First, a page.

Police assured the Pavez family that Interpol had issued a search warrant for Carlos in 2015, six years after allegedly killing Itzel in Mexico and three years after a local judge in Aguascalientes granted a search and location warrant. But neither Monroy’s family nor any of the activists in Mexico have seen the Interpol alert, and it didn’t show up on the organization’s website or on social media. 

Chile’s investigative police found and arrested Carlos / Igor on January 6 in a hotel in the city of Valpariaso. Among his belongings, they found Pavez’s phone and money transfer receipts from Mexico, made by his mother.

He was formally charged with femicide and using fake documents, and arrested.

Two weeks of pressure and social media posts achieved what Mexican —and international— authorities hadn’t done in 11 years. Yet activists consider that normal. It is they - not the authorities - who are quick to respond to gender-based violence in Mexico, according to a survey on the response to such crimes there since the pandemic began. They also keep a record of the actions and decisions that hinder the care and prevention of violence against women before and during the pandemic. 


The consequences are plain to see: Mexico went from 10 to 13 women murdered a day since the COVID-19 lockdown began just under a year ago.

“They don’t care, they don’t want to [investigate], they are not aware. And I dare to say that the absence of awareness implies they don’t know how to do it. Because they could read manuals, they could read a lot of stuff,” said Mariana Ávila, from an observatory dedicated to social and gender-based violence in Aguascalientes.

There were 3,056 femicides - violent deaths of women committed for gender reasons - and 2,646 other murders of women not recognized as femicides in Mexico between 2012 and 2018, according to an investigation published last year. From a sample of acquittals, the report - published by an anti-corruption non-profit - showed the perpetrators were let off, not because there wasn’t enough evidence to convict them, but because of mistakes and a lack of due process by the authorities.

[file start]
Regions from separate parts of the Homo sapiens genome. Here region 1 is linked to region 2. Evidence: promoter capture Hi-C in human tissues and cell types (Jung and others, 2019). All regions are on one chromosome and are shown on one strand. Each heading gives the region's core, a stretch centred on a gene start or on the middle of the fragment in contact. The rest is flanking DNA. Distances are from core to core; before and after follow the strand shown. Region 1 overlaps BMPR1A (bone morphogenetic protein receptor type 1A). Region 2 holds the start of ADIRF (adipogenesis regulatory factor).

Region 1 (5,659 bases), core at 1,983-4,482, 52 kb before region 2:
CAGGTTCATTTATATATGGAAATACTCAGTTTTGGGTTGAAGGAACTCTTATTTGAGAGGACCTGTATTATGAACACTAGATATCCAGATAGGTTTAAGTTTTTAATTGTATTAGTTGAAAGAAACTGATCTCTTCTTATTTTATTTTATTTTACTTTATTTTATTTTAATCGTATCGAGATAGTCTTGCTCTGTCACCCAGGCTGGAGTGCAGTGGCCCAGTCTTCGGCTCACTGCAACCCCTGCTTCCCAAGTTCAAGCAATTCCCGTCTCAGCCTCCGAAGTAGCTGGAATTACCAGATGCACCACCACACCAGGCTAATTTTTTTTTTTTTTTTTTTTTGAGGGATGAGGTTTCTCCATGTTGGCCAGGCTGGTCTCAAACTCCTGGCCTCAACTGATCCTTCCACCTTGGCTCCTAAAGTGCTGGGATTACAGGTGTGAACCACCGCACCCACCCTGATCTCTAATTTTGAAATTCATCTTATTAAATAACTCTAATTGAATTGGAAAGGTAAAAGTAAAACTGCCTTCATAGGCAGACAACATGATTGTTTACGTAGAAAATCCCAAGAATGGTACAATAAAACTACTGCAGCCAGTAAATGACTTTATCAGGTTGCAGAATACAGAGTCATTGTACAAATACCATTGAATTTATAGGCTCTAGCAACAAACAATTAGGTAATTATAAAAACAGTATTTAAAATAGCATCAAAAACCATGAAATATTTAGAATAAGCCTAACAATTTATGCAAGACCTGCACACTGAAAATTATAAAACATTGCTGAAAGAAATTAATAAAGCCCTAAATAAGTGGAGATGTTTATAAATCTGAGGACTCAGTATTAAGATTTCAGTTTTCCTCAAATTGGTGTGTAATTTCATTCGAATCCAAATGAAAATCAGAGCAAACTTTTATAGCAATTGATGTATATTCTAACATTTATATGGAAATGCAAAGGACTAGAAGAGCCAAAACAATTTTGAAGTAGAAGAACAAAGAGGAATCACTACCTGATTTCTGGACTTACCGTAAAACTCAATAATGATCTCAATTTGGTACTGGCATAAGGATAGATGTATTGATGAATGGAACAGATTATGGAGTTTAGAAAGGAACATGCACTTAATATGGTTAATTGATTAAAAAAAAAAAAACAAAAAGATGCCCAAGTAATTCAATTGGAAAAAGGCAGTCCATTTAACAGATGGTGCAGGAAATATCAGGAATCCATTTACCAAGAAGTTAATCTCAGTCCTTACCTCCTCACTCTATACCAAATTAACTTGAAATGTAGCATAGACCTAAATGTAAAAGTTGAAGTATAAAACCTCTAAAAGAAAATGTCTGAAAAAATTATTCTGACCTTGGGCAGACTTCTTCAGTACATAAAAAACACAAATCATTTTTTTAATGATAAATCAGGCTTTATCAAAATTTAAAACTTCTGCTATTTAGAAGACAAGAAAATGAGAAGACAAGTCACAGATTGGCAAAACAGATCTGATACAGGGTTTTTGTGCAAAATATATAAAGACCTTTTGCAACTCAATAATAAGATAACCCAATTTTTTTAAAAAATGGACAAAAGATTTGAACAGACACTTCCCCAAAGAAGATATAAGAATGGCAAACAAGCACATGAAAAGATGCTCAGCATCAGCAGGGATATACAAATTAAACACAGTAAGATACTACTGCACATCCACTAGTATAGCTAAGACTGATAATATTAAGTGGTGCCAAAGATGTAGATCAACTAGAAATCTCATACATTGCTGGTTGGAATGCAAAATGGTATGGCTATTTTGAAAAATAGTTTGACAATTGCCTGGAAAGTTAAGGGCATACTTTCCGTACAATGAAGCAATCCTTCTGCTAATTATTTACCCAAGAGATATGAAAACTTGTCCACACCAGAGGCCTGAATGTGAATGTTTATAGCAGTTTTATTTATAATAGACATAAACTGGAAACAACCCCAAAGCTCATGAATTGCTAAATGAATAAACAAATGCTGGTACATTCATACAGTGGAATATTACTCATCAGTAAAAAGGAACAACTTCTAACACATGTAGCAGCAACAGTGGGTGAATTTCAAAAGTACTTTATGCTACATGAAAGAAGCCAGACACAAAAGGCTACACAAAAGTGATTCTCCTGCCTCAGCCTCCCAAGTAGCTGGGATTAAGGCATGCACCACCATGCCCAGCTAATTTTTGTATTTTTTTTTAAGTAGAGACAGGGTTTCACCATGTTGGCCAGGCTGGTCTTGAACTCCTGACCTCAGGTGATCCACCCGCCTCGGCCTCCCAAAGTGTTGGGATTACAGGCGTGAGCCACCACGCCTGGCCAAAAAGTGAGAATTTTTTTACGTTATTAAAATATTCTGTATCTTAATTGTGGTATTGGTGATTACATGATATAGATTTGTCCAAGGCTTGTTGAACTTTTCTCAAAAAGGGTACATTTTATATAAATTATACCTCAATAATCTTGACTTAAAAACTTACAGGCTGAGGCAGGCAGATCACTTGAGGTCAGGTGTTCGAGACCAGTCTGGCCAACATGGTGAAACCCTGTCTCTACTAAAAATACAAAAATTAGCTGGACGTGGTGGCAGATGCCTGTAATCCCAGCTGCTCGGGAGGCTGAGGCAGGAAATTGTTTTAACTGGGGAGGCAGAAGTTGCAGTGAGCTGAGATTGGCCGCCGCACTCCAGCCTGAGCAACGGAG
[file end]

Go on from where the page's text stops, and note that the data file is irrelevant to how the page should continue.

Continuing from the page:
In Mexico, the killing of Pavez in Chile is seen by those who understand the case as something that shouldn't have happened. It shone a light on the murder of Itzel years earlier, and exposed serious deficiencies in the investigation of her murder by the Aguascalientes’ Attorney General Office.

The link between the two murders showed the lack of effective cooperation between local, national and international justice institutions in the region. A woman is killed every two hours in Latin America, according a recent report.

Barraza and her family feel now at peace. They trust Chile’s justice system will convict Carlos / Igor for Pavez’s death. If it happens, they’ll feel Itzel got justice, too.

And although Aguascalientes’ Attorney General can ask for extradition once Carlos / Igor’s trial in Chile is done, Itzel’s family would prefer him to stay in Santiago.

“(If he stays there) I know he won’t get out of prison,” said Barraza.  

“There will always be corruption here.”